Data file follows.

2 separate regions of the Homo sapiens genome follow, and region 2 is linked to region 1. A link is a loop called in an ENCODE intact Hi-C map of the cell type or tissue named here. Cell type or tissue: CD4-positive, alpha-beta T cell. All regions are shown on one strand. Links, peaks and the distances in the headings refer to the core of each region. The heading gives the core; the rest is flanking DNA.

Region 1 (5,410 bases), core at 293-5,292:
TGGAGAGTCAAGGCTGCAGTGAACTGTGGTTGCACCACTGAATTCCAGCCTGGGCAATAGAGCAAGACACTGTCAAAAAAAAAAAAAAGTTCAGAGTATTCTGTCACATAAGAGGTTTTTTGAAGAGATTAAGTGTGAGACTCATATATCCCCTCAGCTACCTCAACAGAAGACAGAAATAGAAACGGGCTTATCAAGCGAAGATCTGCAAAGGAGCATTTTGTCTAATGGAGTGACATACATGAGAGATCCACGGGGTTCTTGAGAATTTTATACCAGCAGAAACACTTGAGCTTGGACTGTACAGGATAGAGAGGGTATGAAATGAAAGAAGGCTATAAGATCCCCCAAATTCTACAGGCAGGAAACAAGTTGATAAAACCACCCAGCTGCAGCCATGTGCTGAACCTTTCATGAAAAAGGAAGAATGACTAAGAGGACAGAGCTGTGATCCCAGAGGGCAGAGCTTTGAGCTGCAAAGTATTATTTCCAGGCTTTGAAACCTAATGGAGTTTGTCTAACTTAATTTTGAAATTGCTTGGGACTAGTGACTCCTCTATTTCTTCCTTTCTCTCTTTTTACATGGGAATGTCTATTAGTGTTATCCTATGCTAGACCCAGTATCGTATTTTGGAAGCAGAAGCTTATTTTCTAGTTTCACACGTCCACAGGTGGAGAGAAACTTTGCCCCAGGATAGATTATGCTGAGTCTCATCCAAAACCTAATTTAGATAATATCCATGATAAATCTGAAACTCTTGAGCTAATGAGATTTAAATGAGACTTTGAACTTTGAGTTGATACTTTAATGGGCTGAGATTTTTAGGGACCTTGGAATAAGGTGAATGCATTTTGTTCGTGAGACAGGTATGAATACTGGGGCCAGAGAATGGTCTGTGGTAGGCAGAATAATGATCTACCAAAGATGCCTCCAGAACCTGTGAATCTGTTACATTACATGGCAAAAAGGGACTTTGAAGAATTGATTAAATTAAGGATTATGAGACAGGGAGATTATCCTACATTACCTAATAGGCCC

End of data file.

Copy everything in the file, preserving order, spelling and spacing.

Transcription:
2 separate regions of the Homo sapiens genome follow, and region 2 is linked to region 1. A link is a loop called in an ENCODE intact Hi-C map of the cell type or tissue named here. Cell type or tissue: CD4-positive, alpha-beta T cell. All regions are shown on one strand. Links, peaks and the distances in the headings refer to the core of each region. The heading gives the core; the rest is flanking DNA.

Region 1 (5,410 bases), core at 293-5,292:
TGGAGAGTCAAGGCTGCAGTGAACTGTGGTTGCACCACTGAATTCCAGCCTGGGCAATAGAGCAAGACACTGTCAAAAAAAAAAAAAAGTTCAGAGTATTCTGTCACATAAGAGGTTTTTTGAAGAGATTAAGTGTGAGACTCATATATCCCCTCAGCTACCTCAACAGAAGACAGAAATAGAAACGGGCTTATCAAGCGAAGATCTGCAAAGGAGCATTTTGTCTAATGGAGTGACATACATGAGAGATCCACGGGGTTCTTGAGAATTTTATACCAGCAGAAACACTTGAGCTTGGACTGTACAGGATAGAGAGGGTATGAAATGAAAGAAGGCTATAAGATCCCCCAAATTCTACAGGCAGGAAACAAGTTGATAAAACCACCCAGCTGCAGCCATGTGCTGAACCTTTCATGAAAAAGGAAGAATGACTAAGAGGACAGAGCTGTGATCCCAGAGGGCAGAGCTTTGAGCTGCAAAGTATTATTTCCAGGCTTTGAAACCTAATGGAGTTTGTCTAACTTAATTTTGAAATTGCTTGGGACTAGTGACTCCTCTATTTCTTCCTTTCTCTCTTTTTACATGGGAATGTCTATTAGTGTTATCCTATGCTAGACCCAGTATCGTATTTTGGAAGCAGAAGCTTATTTTCTAGTTTCACACGTCCACAGGTGGAGAGAAACTTTGCCCCAGGATAGATTATGCTGAGTCTCATCCAAAACCTAATTTAGATAATATCCATGATAAATCTGAAACTCTTGAGCTAATGAGATTTAAATGAGACTTTGAACTTTGAGTTGATACTTTAATGGGCTGAGATTTTTAGGGACCTTGGAATAAGGTGAATGCATTTTGTTCGTGAGACAGGTATGAATACTGGGGCCAGAGAATGGTCTGTGGTAGGCAGAATAATGATCTACCAAAGATGCCTCCAGAACCTGTGAATCTGTTACATTACATGGCAAAAAGGGACTTTGAAGAATTGATTAAATTAAGGATTATGAGACAGGGAGATTATCCTACATTACCTAATAGGCCC